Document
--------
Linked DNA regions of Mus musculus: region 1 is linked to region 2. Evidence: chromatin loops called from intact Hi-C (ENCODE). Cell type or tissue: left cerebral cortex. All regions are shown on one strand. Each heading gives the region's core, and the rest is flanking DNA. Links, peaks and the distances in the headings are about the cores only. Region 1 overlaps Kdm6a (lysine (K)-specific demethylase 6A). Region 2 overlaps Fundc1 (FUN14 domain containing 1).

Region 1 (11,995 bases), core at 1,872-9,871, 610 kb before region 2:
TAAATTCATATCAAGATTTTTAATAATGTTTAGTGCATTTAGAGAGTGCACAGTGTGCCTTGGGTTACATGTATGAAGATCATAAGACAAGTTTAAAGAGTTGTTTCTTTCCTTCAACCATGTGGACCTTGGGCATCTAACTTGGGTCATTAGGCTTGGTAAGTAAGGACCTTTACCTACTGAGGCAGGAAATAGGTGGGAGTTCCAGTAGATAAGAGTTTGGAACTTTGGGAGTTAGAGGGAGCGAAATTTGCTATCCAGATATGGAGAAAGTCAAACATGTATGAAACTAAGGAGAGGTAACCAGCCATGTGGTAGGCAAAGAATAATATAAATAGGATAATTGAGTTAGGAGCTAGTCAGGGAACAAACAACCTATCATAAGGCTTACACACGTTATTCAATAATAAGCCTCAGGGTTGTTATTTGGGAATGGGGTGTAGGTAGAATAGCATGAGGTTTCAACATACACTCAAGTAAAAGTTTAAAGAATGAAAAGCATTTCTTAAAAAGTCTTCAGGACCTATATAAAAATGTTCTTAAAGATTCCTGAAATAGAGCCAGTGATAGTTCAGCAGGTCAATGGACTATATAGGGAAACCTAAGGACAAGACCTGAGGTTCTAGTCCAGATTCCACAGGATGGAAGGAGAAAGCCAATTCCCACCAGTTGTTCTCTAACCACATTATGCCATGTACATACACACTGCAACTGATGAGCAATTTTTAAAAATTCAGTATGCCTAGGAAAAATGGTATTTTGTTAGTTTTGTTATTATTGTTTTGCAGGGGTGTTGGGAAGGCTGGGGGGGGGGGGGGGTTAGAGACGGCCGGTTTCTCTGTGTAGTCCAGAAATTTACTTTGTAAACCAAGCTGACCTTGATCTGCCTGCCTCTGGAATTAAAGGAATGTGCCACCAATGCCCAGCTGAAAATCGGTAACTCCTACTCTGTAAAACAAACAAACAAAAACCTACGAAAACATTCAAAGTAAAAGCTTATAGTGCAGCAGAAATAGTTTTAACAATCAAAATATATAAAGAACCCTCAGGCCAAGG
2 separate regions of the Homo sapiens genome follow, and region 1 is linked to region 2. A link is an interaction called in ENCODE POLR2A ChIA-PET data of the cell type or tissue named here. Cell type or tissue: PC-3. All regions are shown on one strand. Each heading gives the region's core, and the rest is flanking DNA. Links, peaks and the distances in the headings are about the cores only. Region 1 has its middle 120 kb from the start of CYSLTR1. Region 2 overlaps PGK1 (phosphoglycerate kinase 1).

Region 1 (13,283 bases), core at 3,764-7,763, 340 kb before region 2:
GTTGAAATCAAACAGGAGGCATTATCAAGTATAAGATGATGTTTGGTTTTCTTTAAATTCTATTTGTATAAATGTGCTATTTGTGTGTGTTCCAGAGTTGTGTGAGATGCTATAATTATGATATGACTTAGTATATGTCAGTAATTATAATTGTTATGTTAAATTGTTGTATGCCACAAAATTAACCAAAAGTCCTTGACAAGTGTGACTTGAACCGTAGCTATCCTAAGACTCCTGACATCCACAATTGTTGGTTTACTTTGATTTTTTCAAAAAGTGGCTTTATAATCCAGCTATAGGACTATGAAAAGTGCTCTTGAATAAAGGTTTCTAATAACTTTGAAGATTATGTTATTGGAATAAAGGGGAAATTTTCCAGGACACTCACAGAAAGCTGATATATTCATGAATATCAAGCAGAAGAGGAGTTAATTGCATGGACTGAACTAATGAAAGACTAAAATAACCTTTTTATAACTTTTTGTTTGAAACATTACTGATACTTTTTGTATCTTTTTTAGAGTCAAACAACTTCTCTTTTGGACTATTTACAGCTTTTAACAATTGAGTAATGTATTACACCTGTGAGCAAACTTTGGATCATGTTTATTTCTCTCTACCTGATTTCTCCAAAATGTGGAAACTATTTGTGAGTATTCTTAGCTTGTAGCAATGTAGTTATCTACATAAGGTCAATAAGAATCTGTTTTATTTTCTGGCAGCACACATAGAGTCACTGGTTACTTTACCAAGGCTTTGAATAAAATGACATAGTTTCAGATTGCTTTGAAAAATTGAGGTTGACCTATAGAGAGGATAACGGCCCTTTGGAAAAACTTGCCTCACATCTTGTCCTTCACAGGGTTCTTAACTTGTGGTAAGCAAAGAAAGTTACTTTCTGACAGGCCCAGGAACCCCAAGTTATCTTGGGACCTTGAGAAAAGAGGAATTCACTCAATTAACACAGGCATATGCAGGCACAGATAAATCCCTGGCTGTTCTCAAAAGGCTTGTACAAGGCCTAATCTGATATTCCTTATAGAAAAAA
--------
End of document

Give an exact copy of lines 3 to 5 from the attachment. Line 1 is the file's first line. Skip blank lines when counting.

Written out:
TAAATTCATATCAAGATTTTTAATAATGTTTAGTGCATTTAGAGAGTGCACAGTGTGCCTTGGGTTACATGTATGAAGATCATAAGACAAGTTTAAAGAGTTGTTTCTTTCCTTCAACCATGTGGACCTTGGGCATCTAACTTGGGTCATTAGGCTTGGTAAGTAAGGACCTTTACCTACTGAGGCAGGAAATAGGTGGGAGTTCCAGTAGATAAGAGTTTGGAACTTTGGGAGTTAGAGGGAGCGAAATTTGCTATCCAGATATGGAGAAAGTCAAACATGTATGAAACTAAGGAGAGGTAACCAGCCATGTGGTAGGCAAAGAATAATATAAATAGGATAATTGAGTTAGGAGCTAGTCAGGGAACAAACAACCTATCATAAGGCTTACACACGTTATTCAATAATAAGCCTCAGGGTTGTTATTTGGGAATGGGGTGTAGGTAGAATAGCATGAGGTTTCAACATACACTCAAGTAAAAGTTTAAAGAATGAAAAGCATTTCTTAAAAAGTCTTCAGGACCTATATAAAAATGTTCTTAAAGATTCCTGAAATAGAGCCAGTGATAGTTCAGCAGGTCAATGGACTATATAGGGAAACCTAAGGACAAGACCTGAGGTTCTAGTCCAGATTCCACAGGATGGAAGGAGAAAGCCAATTCCCACCAGTTGTTCTCTAACCACATTATGCCATGTACATACACACTGCAACTGATGAGCAATTTTTAAAAATTCAGTATGCCTAGGAAAAATGGTATTTTGTTAGTTTTGTTATTATTGTTTTGCAGGGGTGTTGGGAAGGCTGGGGGGGGGGGGGGGTTAGAGACGGCCGGTTTCTCTGTGTAGTCCAGAAATTTACTTTGTAAACCAAGCTGACCTTGATCTGCCTGCCTCTGGAATTAAAGGAATGTGCCACCAATGCCCAGCTGAAAATCGGTAACTCCTACTCTGTAAAACAAACAAACAAAAACCTACGAAAACATTCAAAGTAAAAGCTTATAGTGCAGCAGAAATAGTTTTAACAATCAAAATATATAAAGAACCCTCAGGCCAAGG
2 separate regions of the Homo sapiens genome follow, and region 1 is linked to region 2. A link is an interaction called in ENCODE POLR2A ChIA-PET data of the cell type or tissue named here. Cell type or tissue: PC-3. All regions are shown on one strand. Each heading gives the region's core, and the rest is flanking DNA. Links, peaks and the distances in the headings are about the cores only. Region 1 has its middle 120 kb from the start of CYSLTR1. Region 2 overlaps PGK1 (phosphoglycerate kinase 1).

Region 1 (13,283 bases), core at 3,764-7,763, 340 kb before region 2: